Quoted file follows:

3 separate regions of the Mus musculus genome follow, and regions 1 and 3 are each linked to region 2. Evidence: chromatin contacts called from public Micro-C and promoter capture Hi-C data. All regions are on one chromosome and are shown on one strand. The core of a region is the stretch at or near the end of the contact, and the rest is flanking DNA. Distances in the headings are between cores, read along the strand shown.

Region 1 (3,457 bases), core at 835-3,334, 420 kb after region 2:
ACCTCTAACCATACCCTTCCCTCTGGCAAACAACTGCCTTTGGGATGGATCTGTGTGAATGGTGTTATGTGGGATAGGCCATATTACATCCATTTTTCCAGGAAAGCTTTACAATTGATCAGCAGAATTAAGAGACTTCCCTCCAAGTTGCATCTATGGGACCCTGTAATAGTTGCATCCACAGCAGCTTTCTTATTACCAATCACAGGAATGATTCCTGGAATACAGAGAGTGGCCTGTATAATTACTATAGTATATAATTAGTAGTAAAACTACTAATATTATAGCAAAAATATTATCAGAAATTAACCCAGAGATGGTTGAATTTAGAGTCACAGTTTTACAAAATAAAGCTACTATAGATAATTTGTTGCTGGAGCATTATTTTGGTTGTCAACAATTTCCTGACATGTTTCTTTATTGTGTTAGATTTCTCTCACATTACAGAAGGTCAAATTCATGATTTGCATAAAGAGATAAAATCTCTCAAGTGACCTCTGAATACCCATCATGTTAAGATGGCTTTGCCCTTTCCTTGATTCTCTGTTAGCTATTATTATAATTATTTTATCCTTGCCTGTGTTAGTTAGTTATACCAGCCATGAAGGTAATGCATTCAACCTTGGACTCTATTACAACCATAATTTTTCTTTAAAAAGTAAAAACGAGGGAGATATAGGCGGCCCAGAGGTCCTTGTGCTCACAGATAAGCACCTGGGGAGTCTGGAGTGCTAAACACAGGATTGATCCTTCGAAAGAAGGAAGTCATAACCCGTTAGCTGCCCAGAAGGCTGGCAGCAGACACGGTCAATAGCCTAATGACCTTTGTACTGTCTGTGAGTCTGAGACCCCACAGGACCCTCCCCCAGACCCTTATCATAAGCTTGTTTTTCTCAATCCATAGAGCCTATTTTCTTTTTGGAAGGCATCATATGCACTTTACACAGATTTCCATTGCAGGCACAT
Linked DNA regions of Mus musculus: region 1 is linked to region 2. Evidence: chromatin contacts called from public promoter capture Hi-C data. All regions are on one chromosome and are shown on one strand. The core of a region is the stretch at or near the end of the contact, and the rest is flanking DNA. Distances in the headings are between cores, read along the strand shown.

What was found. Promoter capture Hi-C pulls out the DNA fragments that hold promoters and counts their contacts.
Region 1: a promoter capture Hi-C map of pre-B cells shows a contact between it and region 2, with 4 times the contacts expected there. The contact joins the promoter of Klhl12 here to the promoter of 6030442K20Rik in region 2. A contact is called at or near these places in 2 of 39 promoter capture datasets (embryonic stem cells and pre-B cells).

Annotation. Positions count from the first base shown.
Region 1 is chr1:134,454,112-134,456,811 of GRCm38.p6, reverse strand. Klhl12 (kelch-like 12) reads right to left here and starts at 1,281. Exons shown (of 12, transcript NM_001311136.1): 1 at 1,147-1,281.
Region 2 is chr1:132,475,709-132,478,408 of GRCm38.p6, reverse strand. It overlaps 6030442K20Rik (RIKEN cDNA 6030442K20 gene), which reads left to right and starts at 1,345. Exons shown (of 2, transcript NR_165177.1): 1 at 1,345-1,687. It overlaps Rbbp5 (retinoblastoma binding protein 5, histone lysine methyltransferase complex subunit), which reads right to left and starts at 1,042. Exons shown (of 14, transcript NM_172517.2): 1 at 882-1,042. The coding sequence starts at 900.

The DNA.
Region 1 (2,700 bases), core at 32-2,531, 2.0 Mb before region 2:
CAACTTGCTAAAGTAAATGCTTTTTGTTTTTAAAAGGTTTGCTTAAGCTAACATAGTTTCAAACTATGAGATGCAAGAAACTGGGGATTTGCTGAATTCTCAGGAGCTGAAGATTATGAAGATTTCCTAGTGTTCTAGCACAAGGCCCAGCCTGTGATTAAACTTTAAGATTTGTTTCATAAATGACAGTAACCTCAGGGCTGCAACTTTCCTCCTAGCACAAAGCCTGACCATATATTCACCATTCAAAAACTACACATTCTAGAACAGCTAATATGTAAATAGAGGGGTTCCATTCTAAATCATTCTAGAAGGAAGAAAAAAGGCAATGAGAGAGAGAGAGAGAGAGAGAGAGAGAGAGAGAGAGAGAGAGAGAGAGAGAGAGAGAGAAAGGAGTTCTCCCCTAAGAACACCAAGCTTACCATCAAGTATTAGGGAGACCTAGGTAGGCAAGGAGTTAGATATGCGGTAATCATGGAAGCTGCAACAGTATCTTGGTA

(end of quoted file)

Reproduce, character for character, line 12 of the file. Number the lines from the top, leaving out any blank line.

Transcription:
CAACTTGCTAAAGTAAATGCTTTTTGTTTTTAAAAGGTTTGCTTAAGCTAACATAGTTTCAAACTATGAGATGCAAGAAACTGGGGATTTGCTGAATTCTCAGGAGCTGAAGATTATGAAGATTTCCTAGTGTTCTAGCACAAGGCCCAGCCTGTGATTAAACTTTAAGATTTGTTTCATAAATGACAGTAACCTCAGGGCTGCAACTTTCCTCCTAGCACAAAGCCTGACCATATATTCACCATTCAAAAACTACACATTCTAGAACAGCTAATATGTAAATAGAGGGGTTCCATTCTAAATCATTCTAGAAGGAAGAAAAAAGGCAATGAGAGAGAGAGAGAGAGAGAGAGAGAGAGAGAGAGAGAGAGAGAGAGAGAGAGAGAGAGAAAGGAGTTCTCCCCTAAGAACACCAAGCTTACCATCAAGTATTAGGGAGACCTAGGTAGGCAAGGAGTTAGATATGCGGTAATCATGGAAGCTGCAACAGTATCTTGGTA